Read more HERE.
HOW DO YOU GO TO WAR AND YET NOT ANNOUNCE THAT YOUR ARMY IS GOING TO WAR? Interesting what our government does and we do not find out from them!
Latest developments in Arab world’s unrest
Any sufficiently advanced technology is indistinguishable from magic. Arthur C. Clarke
These days, every major news story comes with a single iconic photograph. For the riots in Britain, that photo was not that of looting hooligans, burning centuries-old buildings or clean-up afterwards; instead, it captured a human tragedy of one Polish émigré, who has been in the UK for only five months.
On Monday night, 32-year old Monika Konczyk, had chosen to stay inside her one-bedroom flat above a row of shops because of rioting and looting outside. She did not have any possessions with her when she jumped, and her flat has been completely destroyed.
Amy Weston, a photographer with London’s WENN photo agency, captured this iconic moment on the Church Street, Croydon. She remembers the chaotic times:
By the time I drove toward it, I could already see the fires from my windscreen. There were six or seven people screaming and crying outside, and they looked like they lived at the flats that were burning. A man in a white shirt was screaming that a girl was at the window and that she was ready to jump. He ran toward her, but riot police had appeared and pulled him back, and they went to her instead.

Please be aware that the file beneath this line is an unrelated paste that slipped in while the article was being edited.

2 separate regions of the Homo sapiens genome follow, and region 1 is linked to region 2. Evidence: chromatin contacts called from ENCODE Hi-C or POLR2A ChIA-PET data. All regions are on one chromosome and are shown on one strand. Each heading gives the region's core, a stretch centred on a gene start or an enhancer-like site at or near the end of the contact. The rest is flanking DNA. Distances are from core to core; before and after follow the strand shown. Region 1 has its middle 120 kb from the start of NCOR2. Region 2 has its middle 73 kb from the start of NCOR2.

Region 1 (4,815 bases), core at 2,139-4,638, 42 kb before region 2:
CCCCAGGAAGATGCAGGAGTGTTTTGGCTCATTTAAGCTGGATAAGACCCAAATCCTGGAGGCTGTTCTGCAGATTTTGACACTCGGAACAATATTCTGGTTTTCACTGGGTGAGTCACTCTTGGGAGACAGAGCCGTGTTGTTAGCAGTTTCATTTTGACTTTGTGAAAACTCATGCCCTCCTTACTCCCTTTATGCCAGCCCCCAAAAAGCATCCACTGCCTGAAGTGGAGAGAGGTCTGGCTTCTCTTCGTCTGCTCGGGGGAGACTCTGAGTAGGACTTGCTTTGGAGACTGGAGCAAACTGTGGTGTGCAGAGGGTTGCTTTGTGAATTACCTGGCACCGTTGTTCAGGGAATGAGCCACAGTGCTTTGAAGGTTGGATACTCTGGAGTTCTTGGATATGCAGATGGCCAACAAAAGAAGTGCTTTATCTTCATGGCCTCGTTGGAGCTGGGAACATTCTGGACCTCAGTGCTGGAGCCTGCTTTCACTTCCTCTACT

As soon as she dropped, the crowds pushed back and there was no way to see what happened to her. I remember hearing people screaming that there were more people in the building. The crowds started getting angry with each other, with one group blaming another group for starting the fire. I couldn’t get to my car, so I had to walk, wrapping my camera in my clothes to avoid being mugged.”
The photograph quickly went viral on Twitter and was featured on the front pages of many British newspapers, including the Times, the Sun and the Daily Telegraph.
Sniffing Out Bombs — Physicists Create Highly Sensitive Explosives Detector
Arab Spring Going Strong in Israel